One thing I look forward to every week is making lunch for my mom at our house. I think she loves it too! 😉 She’s a pretty busy lady, so in the short time we have together I make sure to prepare a lovely 3 course meal – starter, main and dessert. This way, I know she’ll leave with a full and happy belly. Oh and I always send her off with a hot cappuccino to-go. I literally buy those disposable coffee cups with lids from Costco, just for her cappuccinos.
Two weeks ago, I made my mom a fresh zucchini salad, pasta all norma (eggplant spaghetti) and fruit salad of peaches, nectarines and plums. (All made from seasonal produce from the farmers market.) She liked the zucchini salad so much I made it again when the whole family was over for lunch. Although the eggplant spaghetti was tasty and looked pretty, I wasn’t completely satisfied with it. I was short on time and skipped 2 important steps in the recipe and well, while the eggplant should’ve broken apart and become creamy in texture, it remained intact and was quite watery. She didn’t seem to mind, but I told myself I’d have to make it properly for her the next time. (more…)
Now that you’ve made the ciabatta from yesterday, all you need are juicy sweet tomatoes. These are the tomatoes I picked up after lunch at the Love Dove Farm stall at the Howard County Farmers Market. Aren’t they just gorgeous? I grabbed a pint of Sun Gold tomatoes and a pint of Black Cherry tomatoes. I could snack on them all day.
Farm stalls are overflowing with all different tomato heirlooms and varieties during the summer. Once you’ve tried fresh picked tomatoes off the vine, the ones you find year round in the supermarkets won’t do. It’s hard for me not to pick up a pint or two when I’m out at the farmers market. When using such delicious produce like farm fresh tomatoes, it’s best to keep whatever dish you’re making as simple as possible. You want the natural sweetness and bright flavors to shine. A great dish to show off summer tomatoes is Bruschetta. Here are a few different ways I dress my tomatoes. (more…)
Why is bread making so daunting? It really shouldn’t be. I’ve made plenty of quick breads at home like scones, biscuits and Irish brown bread without a problem. But you see, they don’t require yeast. There’s something about using yeast and letting things proof for a long time that puts me off of making those types of breads. (more…)
Have you ever been asked the question ‘If you could eat one food item for rest of your life what would it be?’? I remember growing up we’d always play those kind of question games with friends. ‘What would your last meal be?’ ‘If you could eat this or that which would you choose?’ ‘Would you rather run a mile in the snow with no shoes on or jump in a pool of rats covered in peanut butter?’ WHAT?! haha. Back to the original question, my answer would always be rice. You can do anything with rice – onigiri, kimbop, maki rolls, sushi, fried rice, rice with soup, rice porridge, rice cakes, rice tea, soju (that’s made with rice yea?), rice salad, rice everything! Can you tell I’m Korean? You’re probably asking yourself ‘What does baked eggs au provençal have to do with rice?’ Well, of all the rice dishes in the world, my go-to rice dish is rice and eggs. So simple – so perfect! If you were to ask me now what food item I’d eat for the rest of my life, I’d say the humble egg (I could still do rice too – rice and eggs haha). Every which way you prepare an egg, it’s always so delicious.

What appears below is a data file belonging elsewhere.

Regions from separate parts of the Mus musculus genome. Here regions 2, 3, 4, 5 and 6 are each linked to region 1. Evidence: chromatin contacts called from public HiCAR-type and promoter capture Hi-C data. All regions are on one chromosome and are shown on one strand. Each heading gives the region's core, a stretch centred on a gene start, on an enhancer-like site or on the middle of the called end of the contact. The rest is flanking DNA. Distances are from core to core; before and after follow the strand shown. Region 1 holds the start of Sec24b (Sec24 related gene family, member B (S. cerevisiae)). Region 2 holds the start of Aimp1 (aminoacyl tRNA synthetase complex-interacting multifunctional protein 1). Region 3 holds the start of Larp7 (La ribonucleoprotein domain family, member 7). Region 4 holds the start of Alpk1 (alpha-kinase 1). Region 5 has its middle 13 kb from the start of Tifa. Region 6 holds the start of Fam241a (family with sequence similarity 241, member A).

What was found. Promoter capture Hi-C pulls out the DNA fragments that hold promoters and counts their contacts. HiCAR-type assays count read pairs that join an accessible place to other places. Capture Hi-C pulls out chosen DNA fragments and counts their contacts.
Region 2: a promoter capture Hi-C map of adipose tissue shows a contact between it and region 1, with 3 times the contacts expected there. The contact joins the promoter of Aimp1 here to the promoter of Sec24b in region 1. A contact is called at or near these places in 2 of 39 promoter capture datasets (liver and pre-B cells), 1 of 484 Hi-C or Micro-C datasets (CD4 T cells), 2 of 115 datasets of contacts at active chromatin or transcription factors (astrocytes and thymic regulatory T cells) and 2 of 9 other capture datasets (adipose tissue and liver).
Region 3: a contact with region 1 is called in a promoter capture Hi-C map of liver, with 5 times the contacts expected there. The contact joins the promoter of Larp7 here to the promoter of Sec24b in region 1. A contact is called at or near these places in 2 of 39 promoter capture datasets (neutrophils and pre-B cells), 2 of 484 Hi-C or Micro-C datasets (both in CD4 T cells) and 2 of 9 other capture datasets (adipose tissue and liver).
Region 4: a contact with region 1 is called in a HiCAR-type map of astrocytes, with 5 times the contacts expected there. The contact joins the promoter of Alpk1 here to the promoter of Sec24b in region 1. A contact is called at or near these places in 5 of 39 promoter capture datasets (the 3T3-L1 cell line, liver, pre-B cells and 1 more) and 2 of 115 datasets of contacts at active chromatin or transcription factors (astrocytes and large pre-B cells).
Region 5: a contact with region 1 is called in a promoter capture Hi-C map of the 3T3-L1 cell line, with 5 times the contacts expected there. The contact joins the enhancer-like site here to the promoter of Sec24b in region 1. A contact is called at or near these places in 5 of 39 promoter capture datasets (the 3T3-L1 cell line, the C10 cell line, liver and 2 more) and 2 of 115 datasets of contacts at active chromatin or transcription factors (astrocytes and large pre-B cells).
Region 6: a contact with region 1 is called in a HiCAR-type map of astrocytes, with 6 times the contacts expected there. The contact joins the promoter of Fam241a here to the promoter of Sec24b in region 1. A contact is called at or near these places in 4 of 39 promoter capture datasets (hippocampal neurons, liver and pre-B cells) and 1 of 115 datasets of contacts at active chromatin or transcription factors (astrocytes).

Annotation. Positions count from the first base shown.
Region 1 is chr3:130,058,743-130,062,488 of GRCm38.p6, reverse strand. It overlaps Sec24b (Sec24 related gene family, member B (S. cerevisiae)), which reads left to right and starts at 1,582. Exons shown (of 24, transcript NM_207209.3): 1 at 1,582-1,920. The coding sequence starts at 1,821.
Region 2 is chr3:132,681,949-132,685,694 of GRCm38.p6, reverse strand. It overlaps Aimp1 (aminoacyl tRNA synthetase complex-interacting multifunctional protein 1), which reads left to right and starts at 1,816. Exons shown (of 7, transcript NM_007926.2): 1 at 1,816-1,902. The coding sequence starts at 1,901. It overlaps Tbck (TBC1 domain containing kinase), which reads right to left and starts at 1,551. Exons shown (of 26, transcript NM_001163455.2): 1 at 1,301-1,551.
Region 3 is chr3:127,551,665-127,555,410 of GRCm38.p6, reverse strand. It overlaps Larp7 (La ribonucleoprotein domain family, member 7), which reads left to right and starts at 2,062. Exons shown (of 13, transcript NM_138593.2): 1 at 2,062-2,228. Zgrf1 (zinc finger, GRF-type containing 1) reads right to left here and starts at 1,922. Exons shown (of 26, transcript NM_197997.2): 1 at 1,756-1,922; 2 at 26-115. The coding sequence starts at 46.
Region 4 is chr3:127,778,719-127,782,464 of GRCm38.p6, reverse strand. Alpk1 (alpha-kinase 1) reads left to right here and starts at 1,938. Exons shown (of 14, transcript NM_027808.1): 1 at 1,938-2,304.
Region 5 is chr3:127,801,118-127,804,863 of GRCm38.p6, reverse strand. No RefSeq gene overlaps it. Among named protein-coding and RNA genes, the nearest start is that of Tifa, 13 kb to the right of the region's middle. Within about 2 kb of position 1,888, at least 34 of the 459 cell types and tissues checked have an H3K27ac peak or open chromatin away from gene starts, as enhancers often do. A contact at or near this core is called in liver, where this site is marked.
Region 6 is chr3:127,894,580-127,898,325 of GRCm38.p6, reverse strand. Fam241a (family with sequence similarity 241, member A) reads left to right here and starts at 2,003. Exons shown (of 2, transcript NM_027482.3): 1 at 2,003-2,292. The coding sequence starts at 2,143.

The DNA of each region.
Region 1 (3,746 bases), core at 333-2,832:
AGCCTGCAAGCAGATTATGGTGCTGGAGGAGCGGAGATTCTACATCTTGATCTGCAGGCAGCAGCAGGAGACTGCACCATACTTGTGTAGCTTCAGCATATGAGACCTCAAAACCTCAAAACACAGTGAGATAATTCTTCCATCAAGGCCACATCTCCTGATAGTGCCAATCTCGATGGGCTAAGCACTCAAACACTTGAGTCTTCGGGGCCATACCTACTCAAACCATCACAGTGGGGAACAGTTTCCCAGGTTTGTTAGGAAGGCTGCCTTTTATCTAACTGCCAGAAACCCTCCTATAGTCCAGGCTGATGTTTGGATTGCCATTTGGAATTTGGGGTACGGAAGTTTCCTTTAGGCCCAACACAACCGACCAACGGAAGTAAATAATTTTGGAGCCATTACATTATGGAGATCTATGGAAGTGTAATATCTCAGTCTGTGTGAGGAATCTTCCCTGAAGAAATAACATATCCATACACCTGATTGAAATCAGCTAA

Egg and rice is something you make when you’re home alone and couldn’t be bothered to cook. It wouldn’t make much of a blog post, so today I’d like to share with you one of my more fancier egg dishes that I absolutely love – Baked eggs au provençal. I came across this recipe a few years ago. It’s from Barefoot in Paris: Easy French Food You Can Make at Home. I don’t necessarily follow her exact measurements, as with most savory dishes I make. It must be the Korean in me – a pinch of this, a pinch of that. It’s so hard trying to learn recipes from my mother, but I’ll save that story for another day. Here are the ingredients we will be working with today, plus parmiggiano reggiano, salt, pepper and a nice crusty baguette.
I love to cook for my friends and family. It’s kind of like my love language. And if you’ve ever had our clafoutis, well that my friend is a big fat I LOVE YOU! <3
I remember the first time I had clafoutis was in Milan. I was hosting a potluck in my apartment and my friend Laura brought over a clafoutis she made with seeded grapes. It was a gorgeous buttery baked custard with warm juicy grapes. I didn’t care for the seeds so much and spit them out. But there were so many, after a while I gave up and just ate them. Mmm, grape clafoutis. I really should’ve asked her for the recipe.
The first clafoutis I made was awful. I don’t know what I did wrong but it was bland and thin and wasn’t buttery at all. Well I suppose I know what I did wrong – I didn’t put enough sugar and butter! And really, I think the recipe I found was useless.
Then one day last summer, we found a video recipe on youtube from Alain and Michel Roux Jr. We were in Ireland visiting Kevin’s family and we decided to give it another try. Merci Beaucoup Monsieur Alain et Monsieur Michel! It was quite possibly the best clafoutis I’ve ever had. Here is their recipe.